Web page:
If you look into a textbook of chemistry for a definition of lithium, you may be told that it is that element whose atomic weight is 7 very nearly. But if the author has a more logical mind he will tell you that if you search among minerals that are vitreous, translucent, grey or white, very hard, brittle, and insoluble, for one which imparts a crimson tinge to an unluminous flame, this mineral being triturated with lime or witherite rats-bane, and then fused, can be partly dissolved in muriatic acid; and if this solution be evaporated, and the residue be extracted with sulphuric acid, and duly purified, it can be converted by ordinary methods into a chloride, which being obtained in the solid state, fused, and electrolyzed with half a dozen powerful cells, will yield a globule of a pinkish silvery metal that will float on gasolene; and the material of that is a specimen of lithium. (CP 2.330)

    Peirce characterizes this precept as follows:

    The peculiarity of this definition—or rather this precept that is more serviceable than a definition—is that it tells you what the word lithium denotes by prescribing what you are to do in order to gain perceptual acquaintance with the object of the word. (ibid.)

    A precept describes a procedure for determining what a name refers to, and can be said to articulate the “meaning” of the name, in a loose sense of ‘meaning’, but the procedure described by Peirce can hardly said to express the sense of the name ‘lithium’.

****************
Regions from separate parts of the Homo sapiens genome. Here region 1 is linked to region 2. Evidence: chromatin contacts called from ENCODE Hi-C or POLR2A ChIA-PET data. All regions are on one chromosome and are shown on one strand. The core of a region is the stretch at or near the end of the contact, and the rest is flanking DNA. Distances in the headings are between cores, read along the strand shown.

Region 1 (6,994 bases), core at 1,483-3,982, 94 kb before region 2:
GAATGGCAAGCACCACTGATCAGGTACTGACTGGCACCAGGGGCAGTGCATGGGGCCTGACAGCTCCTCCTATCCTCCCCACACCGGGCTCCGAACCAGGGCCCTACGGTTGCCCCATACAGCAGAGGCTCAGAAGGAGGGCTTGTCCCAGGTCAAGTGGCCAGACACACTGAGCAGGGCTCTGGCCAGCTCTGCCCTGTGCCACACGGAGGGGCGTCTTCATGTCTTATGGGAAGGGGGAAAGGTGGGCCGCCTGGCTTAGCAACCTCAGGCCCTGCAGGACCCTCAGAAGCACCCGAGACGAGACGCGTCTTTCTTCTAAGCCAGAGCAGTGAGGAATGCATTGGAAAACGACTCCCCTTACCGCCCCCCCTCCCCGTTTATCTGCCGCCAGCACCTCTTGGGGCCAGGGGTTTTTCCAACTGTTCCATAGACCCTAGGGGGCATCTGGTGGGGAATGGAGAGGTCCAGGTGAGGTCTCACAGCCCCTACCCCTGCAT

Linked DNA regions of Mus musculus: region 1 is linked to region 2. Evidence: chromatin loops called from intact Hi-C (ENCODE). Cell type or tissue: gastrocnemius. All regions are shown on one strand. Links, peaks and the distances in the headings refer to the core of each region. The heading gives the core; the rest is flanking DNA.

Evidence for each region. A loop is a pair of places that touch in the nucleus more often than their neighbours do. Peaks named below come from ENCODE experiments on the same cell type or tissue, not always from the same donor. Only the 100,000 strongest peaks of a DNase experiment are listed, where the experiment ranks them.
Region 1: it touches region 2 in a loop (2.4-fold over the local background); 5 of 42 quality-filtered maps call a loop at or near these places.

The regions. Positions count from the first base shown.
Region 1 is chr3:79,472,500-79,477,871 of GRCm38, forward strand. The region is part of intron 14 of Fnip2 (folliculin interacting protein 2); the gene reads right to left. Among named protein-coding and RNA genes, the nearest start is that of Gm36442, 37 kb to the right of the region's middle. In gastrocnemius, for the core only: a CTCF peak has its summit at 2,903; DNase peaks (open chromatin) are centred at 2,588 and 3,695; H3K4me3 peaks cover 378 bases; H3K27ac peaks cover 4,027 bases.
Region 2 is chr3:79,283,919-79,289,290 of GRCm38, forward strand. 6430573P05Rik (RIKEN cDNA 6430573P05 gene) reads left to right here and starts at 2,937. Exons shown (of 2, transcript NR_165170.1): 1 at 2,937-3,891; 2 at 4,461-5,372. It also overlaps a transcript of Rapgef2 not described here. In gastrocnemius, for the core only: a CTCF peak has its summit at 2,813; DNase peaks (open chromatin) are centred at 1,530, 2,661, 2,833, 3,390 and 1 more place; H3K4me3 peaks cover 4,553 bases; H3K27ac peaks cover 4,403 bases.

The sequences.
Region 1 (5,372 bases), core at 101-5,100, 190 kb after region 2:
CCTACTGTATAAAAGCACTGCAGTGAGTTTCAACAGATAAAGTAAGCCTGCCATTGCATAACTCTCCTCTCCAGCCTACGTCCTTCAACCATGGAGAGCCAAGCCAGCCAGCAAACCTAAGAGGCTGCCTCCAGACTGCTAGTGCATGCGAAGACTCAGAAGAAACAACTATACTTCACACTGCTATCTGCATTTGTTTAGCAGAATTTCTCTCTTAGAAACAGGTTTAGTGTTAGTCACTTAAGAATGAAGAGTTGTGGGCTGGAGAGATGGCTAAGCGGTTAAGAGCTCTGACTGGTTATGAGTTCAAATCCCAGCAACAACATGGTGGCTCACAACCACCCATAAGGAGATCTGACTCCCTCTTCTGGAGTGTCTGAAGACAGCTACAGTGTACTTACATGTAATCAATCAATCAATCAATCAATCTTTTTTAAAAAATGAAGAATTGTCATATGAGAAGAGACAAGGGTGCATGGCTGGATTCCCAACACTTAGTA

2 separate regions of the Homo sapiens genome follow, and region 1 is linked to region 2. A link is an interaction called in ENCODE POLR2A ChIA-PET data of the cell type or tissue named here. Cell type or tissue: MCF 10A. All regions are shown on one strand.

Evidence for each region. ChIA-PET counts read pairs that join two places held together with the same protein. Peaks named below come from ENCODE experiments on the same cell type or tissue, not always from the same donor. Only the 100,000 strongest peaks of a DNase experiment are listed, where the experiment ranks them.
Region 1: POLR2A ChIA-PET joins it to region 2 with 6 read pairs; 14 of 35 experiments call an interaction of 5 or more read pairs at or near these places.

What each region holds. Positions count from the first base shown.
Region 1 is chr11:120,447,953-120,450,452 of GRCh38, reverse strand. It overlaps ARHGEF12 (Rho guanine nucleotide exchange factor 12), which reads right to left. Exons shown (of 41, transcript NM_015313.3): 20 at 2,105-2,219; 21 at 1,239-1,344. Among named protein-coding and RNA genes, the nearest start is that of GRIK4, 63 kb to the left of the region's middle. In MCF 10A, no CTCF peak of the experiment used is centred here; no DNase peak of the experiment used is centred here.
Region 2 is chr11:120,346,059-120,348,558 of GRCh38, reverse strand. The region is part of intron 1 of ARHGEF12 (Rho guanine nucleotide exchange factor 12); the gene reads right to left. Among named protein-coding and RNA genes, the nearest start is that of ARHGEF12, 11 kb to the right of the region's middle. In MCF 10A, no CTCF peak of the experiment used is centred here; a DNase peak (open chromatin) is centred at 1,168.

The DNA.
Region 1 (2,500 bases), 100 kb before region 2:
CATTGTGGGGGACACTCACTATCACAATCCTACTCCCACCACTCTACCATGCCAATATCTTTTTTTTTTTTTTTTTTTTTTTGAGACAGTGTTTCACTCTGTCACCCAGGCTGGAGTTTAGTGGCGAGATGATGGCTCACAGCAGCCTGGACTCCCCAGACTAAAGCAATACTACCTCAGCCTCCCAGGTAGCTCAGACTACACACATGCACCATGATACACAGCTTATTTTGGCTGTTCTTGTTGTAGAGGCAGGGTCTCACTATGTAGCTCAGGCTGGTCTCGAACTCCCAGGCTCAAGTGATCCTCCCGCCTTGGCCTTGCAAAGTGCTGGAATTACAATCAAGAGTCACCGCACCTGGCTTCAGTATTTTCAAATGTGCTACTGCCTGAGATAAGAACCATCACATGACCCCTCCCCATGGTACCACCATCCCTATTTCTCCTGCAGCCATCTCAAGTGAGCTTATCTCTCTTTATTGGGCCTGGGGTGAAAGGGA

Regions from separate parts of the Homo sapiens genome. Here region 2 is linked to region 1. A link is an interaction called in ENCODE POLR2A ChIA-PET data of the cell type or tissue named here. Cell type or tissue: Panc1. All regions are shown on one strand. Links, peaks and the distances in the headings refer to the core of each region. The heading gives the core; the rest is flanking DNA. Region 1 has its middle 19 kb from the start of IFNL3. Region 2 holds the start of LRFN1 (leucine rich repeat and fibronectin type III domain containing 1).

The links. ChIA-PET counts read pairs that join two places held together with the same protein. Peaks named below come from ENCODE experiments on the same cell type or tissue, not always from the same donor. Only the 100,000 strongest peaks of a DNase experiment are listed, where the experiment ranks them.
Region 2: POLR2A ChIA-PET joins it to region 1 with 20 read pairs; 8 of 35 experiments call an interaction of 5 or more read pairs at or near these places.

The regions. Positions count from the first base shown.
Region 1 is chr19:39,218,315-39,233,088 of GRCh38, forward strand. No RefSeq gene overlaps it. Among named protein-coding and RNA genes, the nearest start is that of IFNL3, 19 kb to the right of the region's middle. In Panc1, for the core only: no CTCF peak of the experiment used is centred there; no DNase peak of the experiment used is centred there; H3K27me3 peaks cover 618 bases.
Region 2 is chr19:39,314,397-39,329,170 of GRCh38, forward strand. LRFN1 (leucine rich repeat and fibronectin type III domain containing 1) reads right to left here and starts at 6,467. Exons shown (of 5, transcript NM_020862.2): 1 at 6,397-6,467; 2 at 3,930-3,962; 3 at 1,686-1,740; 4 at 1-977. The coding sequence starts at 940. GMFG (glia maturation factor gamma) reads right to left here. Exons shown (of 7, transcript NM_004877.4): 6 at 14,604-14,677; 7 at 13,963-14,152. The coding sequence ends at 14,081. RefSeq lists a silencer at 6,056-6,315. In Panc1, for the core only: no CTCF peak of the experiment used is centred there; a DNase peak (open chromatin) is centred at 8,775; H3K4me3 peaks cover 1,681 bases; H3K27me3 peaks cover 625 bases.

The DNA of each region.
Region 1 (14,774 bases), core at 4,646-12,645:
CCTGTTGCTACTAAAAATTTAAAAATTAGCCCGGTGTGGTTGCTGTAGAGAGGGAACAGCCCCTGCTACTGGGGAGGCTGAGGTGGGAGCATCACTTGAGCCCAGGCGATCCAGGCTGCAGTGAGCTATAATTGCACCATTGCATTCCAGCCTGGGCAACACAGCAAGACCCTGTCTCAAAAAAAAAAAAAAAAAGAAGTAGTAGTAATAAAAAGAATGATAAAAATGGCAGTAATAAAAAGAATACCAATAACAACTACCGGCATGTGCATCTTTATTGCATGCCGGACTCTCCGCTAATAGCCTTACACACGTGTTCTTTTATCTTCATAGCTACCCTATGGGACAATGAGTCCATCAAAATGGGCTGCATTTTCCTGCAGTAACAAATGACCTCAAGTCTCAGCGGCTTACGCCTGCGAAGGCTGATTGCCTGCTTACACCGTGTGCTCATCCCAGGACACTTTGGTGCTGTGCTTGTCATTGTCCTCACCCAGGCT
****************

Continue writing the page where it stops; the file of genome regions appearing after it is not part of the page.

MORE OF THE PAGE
27. A similar duality is the basis of various versions two-dimensional semantics; see the articles in García-Carpintero and Macià (2006).

  28. See (Kaplan (1990), pp. 115–117): “Common currency words are not abstract constructions, they are natural objects.”


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The work on this paper was facilitated by a sabbatical leave granted by the University of Miami. An earlier version was presented at the workshop “Peirce and Early Analytic Philosophy” at the University of Helsinki, May 19–20, 2009, organized by the Helsinki Peirce Research Centre and the Nordic Pragmatism Network. I wish to thank the participants of the workshop for their comments, the organizers for the invitation to workshop, and Anneli Hilpinen, Kaisa Häkkinen, Raimo Olkkonen, Ahti Pietarinen, and Thomas Short for discussions and comments on names and other words and on Peirce’s theory of signs, and Anneli Hilpinen for editorial help.

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Hilpinen, R. Conception, sense, and reference in Peircean semiotics. Synthese 192, 991–1018 (2015).